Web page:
The U.S. Internal Revenue Code outlines 27 organizational types that qualify as tax-exempt, non-profit entities, among them educational, charitable, scientific, public safety, and religious. But the concept of nonprofit and tax-exempt can be both confusing and misleading. Does being a nonprofit mean a corporation cannot exceed expenditures? And does being tax-exempt mean never having to pay taxes? If you were to make these assumptions, you would be mistaken.
A majority of nonprofits receive what is known as 501(c)(3) status from the Internal Revenue Service, which means they are exempt from federal and state income taxes. To receive this status the nonprofit must provide articles of incorporation that delineate their charitable purpose or they must qualify by maintaining business that is permissible under tax code as nonprofit. In fact, some states require a nonprofit to provide a “letter of determination” from the Department of Revenue demonstrating that the organization qualifies.
But nonprofit status does not mean an organization cannot profit. Income can be generated that aligns with the organization’s stated mission and remains non-taxable. It can be used for operational costs, salaries, and even reinvested in the furtherance of the mission of the company. It cannot, however, be distributed as profit shares to employees of the organization.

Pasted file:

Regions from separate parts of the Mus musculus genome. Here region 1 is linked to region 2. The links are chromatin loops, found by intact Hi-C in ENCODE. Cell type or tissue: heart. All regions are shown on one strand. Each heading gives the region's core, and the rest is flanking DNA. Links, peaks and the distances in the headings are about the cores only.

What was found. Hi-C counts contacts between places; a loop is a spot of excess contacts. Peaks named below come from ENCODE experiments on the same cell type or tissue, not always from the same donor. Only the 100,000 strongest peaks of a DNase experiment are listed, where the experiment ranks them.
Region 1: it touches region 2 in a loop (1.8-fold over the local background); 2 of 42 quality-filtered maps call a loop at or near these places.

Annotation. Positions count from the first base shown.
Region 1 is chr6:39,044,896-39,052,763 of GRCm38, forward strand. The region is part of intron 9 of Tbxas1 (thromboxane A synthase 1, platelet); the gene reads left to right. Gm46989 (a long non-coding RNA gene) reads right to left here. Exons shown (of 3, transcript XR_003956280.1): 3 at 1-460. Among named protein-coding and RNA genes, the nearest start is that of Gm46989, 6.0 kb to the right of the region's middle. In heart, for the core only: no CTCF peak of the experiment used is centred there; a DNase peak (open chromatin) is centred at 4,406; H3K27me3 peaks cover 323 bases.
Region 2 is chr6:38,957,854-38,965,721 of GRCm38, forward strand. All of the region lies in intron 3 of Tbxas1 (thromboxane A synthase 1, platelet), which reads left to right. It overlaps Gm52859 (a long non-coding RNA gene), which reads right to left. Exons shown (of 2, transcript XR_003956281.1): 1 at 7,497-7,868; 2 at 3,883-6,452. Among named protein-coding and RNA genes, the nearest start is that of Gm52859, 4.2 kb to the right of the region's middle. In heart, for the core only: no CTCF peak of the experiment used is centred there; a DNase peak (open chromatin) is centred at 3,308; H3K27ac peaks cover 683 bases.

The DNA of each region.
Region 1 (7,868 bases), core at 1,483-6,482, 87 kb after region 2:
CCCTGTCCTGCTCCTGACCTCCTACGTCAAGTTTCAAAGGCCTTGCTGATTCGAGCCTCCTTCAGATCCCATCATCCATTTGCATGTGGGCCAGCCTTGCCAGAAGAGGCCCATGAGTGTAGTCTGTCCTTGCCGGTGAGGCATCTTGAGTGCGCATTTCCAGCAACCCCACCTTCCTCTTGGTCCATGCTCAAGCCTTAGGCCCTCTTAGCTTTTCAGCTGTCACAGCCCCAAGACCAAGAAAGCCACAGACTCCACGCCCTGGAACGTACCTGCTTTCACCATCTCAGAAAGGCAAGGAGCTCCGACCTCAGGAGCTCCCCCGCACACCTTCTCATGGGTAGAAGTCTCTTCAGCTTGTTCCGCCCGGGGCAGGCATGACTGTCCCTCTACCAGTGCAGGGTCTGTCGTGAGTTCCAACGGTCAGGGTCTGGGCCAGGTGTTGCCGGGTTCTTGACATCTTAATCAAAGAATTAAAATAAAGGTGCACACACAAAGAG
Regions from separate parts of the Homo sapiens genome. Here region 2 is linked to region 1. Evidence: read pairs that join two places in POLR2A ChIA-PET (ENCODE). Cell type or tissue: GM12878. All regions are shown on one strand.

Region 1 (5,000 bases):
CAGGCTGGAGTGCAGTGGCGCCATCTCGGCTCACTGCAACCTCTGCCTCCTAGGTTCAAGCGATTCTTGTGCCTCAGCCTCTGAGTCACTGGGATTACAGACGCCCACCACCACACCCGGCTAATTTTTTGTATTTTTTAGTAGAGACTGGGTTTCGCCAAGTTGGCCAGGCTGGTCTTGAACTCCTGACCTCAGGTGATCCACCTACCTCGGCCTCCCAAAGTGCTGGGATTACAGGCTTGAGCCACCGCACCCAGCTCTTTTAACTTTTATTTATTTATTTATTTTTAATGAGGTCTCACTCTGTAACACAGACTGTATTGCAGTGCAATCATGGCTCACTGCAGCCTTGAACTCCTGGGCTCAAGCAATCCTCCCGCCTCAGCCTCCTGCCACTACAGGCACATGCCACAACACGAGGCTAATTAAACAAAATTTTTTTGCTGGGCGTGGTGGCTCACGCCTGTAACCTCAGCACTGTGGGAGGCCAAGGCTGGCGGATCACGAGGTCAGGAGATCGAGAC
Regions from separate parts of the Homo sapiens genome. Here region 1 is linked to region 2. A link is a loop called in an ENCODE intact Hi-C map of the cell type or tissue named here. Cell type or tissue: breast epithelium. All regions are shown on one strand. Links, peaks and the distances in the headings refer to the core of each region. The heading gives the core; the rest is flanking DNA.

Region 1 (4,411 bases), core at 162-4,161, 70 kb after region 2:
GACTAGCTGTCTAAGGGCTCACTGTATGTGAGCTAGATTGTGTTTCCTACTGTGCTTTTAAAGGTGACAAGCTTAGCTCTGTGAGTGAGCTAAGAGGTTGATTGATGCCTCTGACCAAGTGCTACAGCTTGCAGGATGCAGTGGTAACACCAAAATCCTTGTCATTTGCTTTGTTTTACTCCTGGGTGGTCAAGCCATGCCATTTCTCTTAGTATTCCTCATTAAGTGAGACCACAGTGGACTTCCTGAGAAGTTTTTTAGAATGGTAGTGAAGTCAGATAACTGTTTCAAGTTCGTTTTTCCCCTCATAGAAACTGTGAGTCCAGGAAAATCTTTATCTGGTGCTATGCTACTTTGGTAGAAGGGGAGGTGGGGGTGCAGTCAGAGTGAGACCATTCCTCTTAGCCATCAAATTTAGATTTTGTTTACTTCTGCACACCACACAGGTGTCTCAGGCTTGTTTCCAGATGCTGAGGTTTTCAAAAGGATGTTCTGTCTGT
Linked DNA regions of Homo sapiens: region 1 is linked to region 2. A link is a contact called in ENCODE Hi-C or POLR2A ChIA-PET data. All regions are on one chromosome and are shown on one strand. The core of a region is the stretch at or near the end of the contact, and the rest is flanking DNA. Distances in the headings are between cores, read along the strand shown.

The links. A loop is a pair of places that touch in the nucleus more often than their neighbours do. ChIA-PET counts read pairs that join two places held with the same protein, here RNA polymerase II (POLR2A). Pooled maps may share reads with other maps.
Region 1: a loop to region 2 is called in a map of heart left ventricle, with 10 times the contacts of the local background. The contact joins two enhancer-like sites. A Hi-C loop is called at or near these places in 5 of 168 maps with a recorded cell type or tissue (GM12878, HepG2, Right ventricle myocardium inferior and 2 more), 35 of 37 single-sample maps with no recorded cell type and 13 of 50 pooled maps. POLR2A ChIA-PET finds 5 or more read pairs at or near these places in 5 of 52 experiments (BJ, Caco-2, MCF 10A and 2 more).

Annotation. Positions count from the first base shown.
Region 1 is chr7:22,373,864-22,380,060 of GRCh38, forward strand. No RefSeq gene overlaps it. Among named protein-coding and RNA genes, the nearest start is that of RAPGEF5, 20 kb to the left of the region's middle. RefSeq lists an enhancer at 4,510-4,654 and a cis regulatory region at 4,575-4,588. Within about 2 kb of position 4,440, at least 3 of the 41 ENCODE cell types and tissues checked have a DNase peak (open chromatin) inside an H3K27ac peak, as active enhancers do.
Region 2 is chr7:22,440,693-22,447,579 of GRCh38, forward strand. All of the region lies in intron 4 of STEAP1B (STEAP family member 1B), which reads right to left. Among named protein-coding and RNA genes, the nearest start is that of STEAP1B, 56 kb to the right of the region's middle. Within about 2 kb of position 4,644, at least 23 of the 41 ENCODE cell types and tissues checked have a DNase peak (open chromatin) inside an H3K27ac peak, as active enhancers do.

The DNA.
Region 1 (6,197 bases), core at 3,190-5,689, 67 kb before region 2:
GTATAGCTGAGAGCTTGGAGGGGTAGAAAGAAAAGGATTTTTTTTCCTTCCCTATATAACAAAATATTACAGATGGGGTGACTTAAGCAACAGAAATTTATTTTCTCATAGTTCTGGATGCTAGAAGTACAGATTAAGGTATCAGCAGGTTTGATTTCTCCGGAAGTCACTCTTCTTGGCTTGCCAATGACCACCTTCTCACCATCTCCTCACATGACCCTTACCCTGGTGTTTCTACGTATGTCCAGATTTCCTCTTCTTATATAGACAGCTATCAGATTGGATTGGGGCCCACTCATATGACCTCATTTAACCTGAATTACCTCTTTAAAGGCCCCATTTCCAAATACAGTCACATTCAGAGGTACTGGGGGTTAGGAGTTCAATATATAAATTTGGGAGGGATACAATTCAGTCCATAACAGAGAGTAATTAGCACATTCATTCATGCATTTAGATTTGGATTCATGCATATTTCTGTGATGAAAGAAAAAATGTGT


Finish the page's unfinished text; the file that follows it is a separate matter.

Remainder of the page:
Furthermore, tax-exempt doesn’t mean never paying taxes. There are indeed a number of activities which qualify for tax exemption, among them sales of mostly donated merchandise; work involving volunteers; activities carried out for the benefit of members, employees, etc.; and providing token incentives for donations. But there are definitely activities for which nonprofits are taxed:
- If the organization hires employees they will have to pay Medicare taxes, Social Security, and in some cases unemployment taxes.
- Income generated from work unrelated to the mission of the organization will be taxed. Known as Unrelated Business Taxable Income or UBTI, the first $1,000 of unrelated income is usually untaxed, but anything beyond that must be reported on a Form 990-T and will be taxed. This information is publicly available so that company activity can be tracked.
- Fundraising activity not clearly related to the mission of the organization or recurring fundraising activities will be taxed.
- Investment income generated from for-profit subsidiaries or controlled nonprofits will be taxed.
- Income generated from debt-financed properties will usually be taxed.
- Recent changes in regulations have made company-provided transportation benefits taxable.
Finally, nonprofits are advised to monitor UBTI activity. UBTI activities should not require hiring additional staff, require more volunteers, become primary activities for existing staff, or provide more income than primary mission-related activities. These factors can lead to scrutiny from the IRS and can result in the revocation of nonprofit status. The best advice concerning the connection between nonprofit tax-exempt status and potential taxable income is when in doubt, hire a professional Certified Public Accountant or other financial specialist to advise on moving forward.
Written by Ivan Young in partnership with checkworks business and personal checks.